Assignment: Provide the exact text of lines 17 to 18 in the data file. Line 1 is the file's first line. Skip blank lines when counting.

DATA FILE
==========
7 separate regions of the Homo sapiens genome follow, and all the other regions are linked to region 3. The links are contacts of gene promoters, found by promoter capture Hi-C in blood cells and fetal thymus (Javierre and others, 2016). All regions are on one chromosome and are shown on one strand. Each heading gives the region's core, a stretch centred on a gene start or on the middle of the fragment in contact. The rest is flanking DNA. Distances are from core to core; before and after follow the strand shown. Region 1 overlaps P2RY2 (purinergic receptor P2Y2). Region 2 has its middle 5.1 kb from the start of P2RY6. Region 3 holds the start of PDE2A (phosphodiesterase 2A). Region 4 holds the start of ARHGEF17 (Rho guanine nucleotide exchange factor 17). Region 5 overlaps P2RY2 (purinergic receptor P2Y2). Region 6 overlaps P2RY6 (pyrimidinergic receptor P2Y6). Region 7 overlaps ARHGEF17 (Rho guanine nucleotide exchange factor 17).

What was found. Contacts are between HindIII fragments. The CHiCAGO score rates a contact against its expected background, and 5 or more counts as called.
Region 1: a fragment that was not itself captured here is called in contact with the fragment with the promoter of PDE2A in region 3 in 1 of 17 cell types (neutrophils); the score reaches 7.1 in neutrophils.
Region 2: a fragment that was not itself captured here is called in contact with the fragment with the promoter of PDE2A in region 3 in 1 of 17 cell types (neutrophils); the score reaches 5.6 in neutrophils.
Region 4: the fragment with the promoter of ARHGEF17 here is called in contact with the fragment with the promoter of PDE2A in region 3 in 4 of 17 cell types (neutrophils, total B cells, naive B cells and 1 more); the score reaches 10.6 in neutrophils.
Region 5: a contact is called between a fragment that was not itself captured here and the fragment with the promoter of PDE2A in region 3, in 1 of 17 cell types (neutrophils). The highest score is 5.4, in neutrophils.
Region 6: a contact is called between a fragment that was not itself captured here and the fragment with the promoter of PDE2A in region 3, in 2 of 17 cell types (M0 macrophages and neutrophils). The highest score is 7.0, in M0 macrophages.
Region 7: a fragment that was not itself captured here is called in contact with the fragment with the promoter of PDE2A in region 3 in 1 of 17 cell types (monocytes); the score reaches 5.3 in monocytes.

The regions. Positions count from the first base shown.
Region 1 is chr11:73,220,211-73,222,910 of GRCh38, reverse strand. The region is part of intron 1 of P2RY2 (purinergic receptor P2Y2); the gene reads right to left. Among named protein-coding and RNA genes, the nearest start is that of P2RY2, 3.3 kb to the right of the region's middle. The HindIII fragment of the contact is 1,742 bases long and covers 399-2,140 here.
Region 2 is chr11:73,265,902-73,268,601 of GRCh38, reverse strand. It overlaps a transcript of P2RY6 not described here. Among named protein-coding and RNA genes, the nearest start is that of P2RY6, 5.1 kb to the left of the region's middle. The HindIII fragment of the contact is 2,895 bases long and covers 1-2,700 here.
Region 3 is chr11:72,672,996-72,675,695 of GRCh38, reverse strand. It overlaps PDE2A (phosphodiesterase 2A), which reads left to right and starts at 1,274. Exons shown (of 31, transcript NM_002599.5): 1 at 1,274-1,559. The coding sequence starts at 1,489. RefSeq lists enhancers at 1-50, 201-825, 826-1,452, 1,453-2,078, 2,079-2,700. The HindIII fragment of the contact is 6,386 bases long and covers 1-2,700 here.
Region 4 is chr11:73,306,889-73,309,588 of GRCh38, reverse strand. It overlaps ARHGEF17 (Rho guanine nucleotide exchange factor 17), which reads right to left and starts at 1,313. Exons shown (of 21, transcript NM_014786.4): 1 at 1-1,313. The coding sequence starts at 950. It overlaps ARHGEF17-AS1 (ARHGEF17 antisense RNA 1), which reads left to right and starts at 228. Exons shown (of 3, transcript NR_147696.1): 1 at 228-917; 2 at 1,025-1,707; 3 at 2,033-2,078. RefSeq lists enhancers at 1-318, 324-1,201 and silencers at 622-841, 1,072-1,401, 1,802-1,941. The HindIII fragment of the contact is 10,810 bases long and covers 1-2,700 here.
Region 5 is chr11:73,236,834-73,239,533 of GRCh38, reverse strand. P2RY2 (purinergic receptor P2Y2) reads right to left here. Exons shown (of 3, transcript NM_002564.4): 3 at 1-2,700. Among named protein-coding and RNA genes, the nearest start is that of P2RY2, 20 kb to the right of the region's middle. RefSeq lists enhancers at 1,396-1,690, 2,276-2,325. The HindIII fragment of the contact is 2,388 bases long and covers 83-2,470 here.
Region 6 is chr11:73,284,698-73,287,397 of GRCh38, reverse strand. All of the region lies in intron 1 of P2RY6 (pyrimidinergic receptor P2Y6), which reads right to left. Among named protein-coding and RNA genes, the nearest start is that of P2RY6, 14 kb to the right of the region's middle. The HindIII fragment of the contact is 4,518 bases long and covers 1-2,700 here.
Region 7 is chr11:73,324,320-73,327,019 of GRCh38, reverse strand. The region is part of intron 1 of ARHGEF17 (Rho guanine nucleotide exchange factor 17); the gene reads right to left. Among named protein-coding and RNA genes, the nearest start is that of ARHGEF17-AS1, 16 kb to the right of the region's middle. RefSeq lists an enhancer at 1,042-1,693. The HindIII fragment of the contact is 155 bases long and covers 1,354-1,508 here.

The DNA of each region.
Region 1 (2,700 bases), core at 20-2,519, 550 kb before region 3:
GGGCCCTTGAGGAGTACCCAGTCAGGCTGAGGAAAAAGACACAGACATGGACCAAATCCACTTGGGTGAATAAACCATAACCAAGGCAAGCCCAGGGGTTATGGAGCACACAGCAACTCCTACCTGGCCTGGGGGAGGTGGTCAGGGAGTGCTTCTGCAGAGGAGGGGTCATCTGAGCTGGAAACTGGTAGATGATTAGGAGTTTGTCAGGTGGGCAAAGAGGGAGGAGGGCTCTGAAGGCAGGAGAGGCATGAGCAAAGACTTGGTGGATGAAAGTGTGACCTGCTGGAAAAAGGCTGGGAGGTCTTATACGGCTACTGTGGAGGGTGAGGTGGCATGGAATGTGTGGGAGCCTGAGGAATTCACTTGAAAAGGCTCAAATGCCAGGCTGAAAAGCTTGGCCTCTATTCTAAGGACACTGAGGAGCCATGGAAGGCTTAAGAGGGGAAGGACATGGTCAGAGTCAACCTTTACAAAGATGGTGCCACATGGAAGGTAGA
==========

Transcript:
The DNA of each region.
Region 1 (2,700 bases), core at 20-2,519, 550 kb before region 3: